The date of their arrival would have been before March 1845, indicated by John Shaw’s role then as one of the two local tax collectors alongside the long-time Aldershot resident, William Gosden. By 1851 John Shaw owned and was working the 5 ½ acres of land known as Legge’s.

Three daughters Ann, Sophia and Sarah

Less is known of the career projection of three daughters, Ann, Sophia and Sarah, and so of their whereabouts at the time of their parents’ deaths. They would have been in their sixties in 1853 and might well have attended their mother’s funeral had they themselves lived.

For reasons associated with the mystery surrounding Naomi York, one or other of these might, just might, have married in Islington under the name of Naomi Hughes.

The Second Son, Thomas

Thomas the sawyer of North Lane, aged 53 in 1853, had stayed on in Aldershot and married locally. Like his parents, he and his wife ‘Betsy’ had also raised as many as 13 children, most of whom were baptised in Aldershot, although his son William is recorded in census returns as having been born in Islington around 1835.

The connection with London is also repeated with the later careers of his two eldest sons. George, the older of the two, was married and listed in 1851 in Rotherhithe, near a cousin called George who was also working as a sawyer. Thomas’ son Frederic was further south in Peckham, Surrey according to the place of birth of his eldest child in 1852. (By 1861 Frederic(k) was back in Aldershot in North Lane living with four children. He was a Licensed Victualler at the White Horse (‘House’) which was owned by Thomas Hughes. His other sons stayed in the general locality.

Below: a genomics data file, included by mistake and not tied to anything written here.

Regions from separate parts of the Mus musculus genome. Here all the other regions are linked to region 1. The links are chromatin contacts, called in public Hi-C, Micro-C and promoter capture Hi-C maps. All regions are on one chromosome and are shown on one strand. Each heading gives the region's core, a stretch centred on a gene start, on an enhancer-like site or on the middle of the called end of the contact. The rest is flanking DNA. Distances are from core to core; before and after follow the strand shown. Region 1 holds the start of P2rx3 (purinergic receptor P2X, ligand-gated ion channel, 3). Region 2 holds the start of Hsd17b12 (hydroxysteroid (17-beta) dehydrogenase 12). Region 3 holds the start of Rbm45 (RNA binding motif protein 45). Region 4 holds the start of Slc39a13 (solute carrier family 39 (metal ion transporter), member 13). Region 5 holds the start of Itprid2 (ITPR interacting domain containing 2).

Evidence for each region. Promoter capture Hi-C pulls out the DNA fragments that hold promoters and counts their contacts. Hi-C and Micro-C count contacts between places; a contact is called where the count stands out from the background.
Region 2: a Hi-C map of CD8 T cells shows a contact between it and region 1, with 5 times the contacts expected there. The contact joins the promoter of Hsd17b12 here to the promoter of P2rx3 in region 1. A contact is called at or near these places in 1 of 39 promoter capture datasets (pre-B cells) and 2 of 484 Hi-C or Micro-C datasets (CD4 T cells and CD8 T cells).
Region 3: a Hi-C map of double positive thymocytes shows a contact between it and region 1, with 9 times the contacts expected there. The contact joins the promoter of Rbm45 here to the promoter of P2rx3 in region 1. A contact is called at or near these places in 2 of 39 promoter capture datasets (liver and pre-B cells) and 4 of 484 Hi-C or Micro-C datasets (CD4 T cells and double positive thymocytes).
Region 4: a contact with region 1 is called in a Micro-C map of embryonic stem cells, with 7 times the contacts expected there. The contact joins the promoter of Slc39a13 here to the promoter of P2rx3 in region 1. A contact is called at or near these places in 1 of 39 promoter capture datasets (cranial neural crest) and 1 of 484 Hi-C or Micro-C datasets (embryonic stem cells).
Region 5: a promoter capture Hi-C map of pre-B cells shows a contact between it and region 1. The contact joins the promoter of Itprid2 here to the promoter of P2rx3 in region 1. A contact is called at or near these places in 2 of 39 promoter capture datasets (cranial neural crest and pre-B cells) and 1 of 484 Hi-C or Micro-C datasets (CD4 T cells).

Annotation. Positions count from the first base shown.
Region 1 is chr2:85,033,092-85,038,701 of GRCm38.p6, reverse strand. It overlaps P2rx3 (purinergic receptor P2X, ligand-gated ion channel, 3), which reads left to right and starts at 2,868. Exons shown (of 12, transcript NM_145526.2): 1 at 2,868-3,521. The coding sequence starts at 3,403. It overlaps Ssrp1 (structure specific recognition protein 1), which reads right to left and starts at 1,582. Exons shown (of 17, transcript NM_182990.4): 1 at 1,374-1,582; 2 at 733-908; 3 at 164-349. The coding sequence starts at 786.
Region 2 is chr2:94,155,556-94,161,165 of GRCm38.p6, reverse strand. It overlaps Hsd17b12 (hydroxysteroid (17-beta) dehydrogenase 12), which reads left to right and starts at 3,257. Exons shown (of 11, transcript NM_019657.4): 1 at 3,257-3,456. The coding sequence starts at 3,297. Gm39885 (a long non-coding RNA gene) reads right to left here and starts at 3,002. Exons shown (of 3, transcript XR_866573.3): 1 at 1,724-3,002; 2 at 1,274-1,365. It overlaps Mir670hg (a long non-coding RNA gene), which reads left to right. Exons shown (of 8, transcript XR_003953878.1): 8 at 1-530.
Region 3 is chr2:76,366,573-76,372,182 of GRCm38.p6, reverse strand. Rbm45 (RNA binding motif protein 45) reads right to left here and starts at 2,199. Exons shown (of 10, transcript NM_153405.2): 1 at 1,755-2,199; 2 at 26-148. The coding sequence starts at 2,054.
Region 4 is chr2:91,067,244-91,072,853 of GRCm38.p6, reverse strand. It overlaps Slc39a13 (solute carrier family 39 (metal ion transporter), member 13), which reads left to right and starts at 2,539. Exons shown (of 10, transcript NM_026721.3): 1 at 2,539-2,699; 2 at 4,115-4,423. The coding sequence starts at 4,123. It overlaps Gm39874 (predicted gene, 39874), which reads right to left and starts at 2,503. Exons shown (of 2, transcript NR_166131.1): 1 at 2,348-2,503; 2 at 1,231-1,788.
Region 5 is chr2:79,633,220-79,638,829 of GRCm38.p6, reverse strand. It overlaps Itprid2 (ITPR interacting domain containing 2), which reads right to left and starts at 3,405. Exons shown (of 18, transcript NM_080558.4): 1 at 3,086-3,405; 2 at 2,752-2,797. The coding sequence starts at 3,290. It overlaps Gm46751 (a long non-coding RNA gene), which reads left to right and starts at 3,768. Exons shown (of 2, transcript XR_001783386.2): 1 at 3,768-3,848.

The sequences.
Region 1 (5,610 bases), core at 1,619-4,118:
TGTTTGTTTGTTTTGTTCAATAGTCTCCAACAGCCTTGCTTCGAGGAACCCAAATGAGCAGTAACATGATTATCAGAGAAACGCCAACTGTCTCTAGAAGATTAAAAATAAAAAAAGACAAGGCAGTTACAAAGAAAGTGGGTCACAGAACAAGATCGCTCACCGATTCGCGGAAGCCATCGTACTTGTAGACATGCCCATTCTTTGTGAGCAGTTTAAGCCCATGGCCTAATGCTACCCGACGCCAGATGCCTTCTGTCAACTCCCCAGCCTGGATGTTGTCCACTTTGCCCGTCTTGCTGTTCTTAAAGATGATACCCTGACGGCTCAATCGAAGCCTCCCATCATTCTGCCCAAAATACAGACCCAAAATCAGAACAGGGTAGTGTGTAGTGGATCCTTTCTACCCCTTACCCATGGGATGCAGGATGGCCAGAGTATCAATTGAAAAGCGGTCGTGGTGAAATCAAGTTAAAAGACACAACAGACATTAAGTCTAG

Thomas’ eldest daughter Harriett (b. 1824) had entered domestic service by 1841 nearby at Ash Bridge House for the Deacon household. In 1851, she was a visitor in the household of the carpenter Richard Harding at Egham.

    • The connection to Aldershot was that Harding’s wife Mary had been born in Aldershot: she had been the widow Mary Worrod, born as Mary Smith in 1784, the daughter of James Smith.

The Third Son, Daniel

Daniel was born in Islington, baptised in Aldershot in February 1802. He also became a sawyer and worked in London, all of his three teenage children by his second wife, since 1836, born in Islington. The family was living in Payne Street, Islington in 1851, together with a daughter from his previous marriage, aged 35 and born in Kent.

The Fourth Son, George

George, born and baptised in Aldershot in 1804,was yet another sawyer. He married locally to Esther Fludder, were living on North Lane in 1851. For Esther, this was attendance at her second funeral of the year, the first being that of her young nephew Frederick Fludder.

The Younger Daughters

Two other sisters, Jane and Charlotte, who were baptised together in 1810, had married in Aldershot at St Michael’s Church, each then moving to Farnham. Jane had married to a baker called Richard Baker in 1831 and was living in West Street, Farnham; Charlotte had married in 1834 to William Stovold, a carpenter also from Farnham. Although the daughter of a sawyer, Charlotte had to make a mark when witness to her sister’s marriage, as she also had to do for her own marriage.

Son William

Although baptised in Aldershot, William appears as born in Islington in various Census returns, including 1841 when he is listed as living in Payn(e) Street, Islington having married and established a family. In the returns of later Censuses he is listed as a spring maker, not a sawyer.